Local students help reestablish Lahontan cutthroat trout into Tahoe
Special to the Bonanza
It was a perfect spring day on June 6 as 60 fourth-graders circled up at Incline Beach to discuss their important role in reestablishing the endangered Lahontan cutthroat trout into Lake Tahoe.
Ms. Webber and her fourth-grade students spent the last month raising these special fish from pea-sized, delicate, orange eggs. At the time of their release they had grown into strong, 1-inch long trout fry, ready to take on waters much greater than the tank in which they spent their first days.
Student took a turn dipping their clear plastic cups into a bucket full of trout fry, and carefully walking to the water’s edge to gently set them free. Everyone was able to release one fish.
A few days earlier, Mr. Harssema’s class released the trout that his third-graders had raised into Incline Creek. His class made the short walk to the lake with their kinder buddies from Mrs. Pandola’s class to release the fish together. Twelve students from Ms. Miller’s pre-k class also joined in on the exciting release.
There were a total of three tanks at IES this year in different classroom, but much of the school was involved in the program. The largest tank was held in the science lab and had a daily stream of classes cycling through to observe the trout as they developed.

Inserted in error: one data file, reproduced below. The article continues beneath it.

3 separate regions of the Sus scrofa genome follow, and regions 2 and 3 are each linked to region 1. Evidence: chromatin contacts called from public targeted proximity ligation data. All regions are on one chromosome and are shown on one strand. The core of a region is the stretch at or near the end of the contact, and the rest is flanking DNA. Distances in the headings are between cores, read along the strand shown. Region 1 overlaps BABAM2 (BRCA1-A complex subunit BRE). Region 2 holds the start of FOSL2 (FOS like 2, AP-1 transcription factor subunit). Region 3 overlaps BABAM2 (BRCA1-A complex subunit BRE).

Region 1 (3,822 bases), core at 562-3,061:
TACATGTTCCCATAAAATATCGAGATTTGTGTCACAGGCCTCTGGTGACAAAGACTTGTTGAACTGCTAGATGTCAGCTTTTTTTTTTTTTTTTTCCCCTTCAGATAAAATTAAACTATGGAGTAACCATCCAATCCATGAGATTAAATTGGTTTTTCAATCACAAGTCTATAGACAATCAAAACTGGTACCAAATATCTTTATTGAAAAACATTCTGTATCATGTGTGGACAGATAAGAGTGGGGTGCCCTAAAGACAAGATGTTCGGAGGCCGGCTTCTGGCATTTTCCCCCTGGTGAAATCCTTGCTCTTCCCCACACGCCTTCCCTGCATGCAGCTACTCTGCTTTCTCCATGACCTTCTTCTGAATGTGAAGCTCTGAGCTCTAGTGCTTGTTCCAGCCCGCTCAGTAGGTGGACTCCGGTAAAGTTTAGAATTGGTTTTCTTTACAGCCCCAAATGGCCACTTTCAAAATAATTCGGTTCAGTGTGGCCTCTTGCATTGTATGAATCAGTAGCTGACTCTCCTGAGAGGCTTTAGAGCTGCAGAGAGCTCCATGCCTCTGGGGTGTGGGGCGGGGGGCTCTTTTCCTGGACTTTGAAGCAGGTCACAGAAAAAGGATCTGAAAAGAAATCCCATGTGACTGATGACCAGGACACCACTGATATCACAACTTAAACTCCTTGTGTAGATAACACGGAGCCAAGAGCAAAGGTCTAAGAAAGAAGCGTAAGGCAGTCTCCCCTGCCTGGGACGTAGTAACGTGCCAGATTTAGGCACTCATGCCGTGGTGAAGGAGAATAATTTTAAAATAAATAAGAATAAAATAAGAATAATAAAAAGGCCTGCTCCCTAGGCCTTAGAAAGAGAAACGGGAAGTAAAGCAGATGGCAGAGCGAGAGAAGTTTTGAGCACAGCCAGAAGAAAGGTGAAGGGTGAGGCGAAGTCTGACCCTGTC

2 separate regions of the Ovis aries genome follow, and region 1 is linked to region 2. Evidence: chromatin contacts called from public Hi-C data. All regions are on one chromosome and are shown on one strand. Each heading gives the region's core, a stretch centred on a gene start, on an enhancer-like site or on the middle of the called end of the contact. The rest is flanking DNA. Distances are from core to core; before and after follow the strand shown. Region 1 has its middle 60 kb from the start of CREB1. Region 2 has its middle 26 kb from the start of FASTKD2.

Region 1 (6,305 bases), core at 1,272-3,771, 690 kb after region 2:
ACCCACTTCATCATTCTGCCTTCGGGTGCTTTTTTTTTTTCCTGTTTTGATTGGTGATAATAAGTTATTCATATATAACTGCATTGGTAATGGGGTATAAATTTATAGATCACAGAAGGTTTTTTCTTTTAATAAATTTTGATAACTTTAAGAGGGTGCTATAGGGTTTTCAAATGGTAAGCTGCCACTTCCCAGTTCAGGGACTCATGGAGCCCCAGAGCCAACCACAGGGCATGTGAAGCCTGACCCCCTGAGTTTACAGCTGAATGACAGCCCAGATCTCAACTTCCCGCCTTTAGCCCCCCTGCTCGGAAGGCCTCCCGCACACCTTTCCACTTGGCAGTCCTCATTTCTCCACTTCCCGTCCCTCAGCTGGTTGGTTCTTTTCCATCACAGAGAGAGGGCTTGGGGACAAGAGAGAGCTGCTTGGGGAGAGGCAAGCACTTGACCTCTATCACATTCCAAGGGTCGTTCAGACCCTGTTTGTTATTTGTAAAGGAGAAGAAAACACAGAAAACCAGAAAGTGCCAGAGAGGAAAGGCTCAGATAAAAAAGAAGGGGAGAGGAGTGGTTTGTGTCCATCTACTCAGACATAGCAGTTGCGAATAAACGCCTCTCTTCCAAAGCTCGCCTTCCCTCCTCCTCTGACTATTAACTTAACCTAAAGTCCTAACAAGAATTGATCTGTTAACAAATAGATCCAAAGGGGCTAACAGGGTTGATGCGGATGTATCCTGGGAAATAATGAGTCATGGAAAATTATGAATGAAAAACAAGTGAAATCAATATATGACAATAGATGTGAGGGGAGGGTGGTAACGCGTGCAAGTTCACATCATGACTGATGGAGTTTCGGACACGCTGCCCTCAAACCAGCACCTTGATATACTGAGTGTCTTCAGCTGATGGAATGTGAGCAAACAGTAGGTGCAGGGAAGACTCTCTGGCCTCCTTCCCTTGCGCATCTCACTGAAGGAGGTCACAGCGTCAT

All three classrooms had great success with their tanks. The majority of the eggs reached the fragile alevin stage, survived into the fry stage, and were finally set free. It is our hope that many of these fish will return to their release site in years to come to spawn and help to increase their population without the help of humans.
We are all very excited with the result of the Trout in the Classroom program. The students at IES took part in a very important project that has a positive impact on our community and the environment.
The teachers who raised the trout opened their doors to the rest of the school and older students were able to educate younger grade levels on the history of the trout, their biology, habitat, life cycle, and the impact that humans have had on this vital species.
Through this process we have learned how to be stewards of our environment in order to leave Tahoe in better shape than when we found it.
The Trout in the Classroom Program at Incline Elementary School was made possible because of a collaborative effort among the Department of Wildlife, the UC Davis Tahoe Environmental Research Center and The Sierra Watershed Education Partnership.
Also, a special thanks goes out to Marshall Gratin, owner of the Pet Station, who generously supplied IES with the aquariums, filters and chillers needed to run the program.
Marshall also led a training hosted at TERC for anyone interested in taking part in the program to teach everyone the proper way to set up a suitable tank habitat in the classroom.
This network of scientists, teachers, government employees, and community members were available throughout the entire program to support anyone who needed it.
Olivia Cushing is Science & Outdoor Education Coordinator at Incline Elementary School.
Support Local Journalism
Support Local Journalism
Readers around Lake Tahoe, Truckee, and beyond make the Sierra Sun's work possible. Your financial contribution supports our efforts to deliver quality, locally relevant journalism.
Now more than ever, your support is critical to help us keep our community informed about the evolving coronavirus pandemic and the impact it is having locally. Every contribution, however large or small, will make a difference.
Your donation will help us continue to cover COVID-19 and our other vital local news.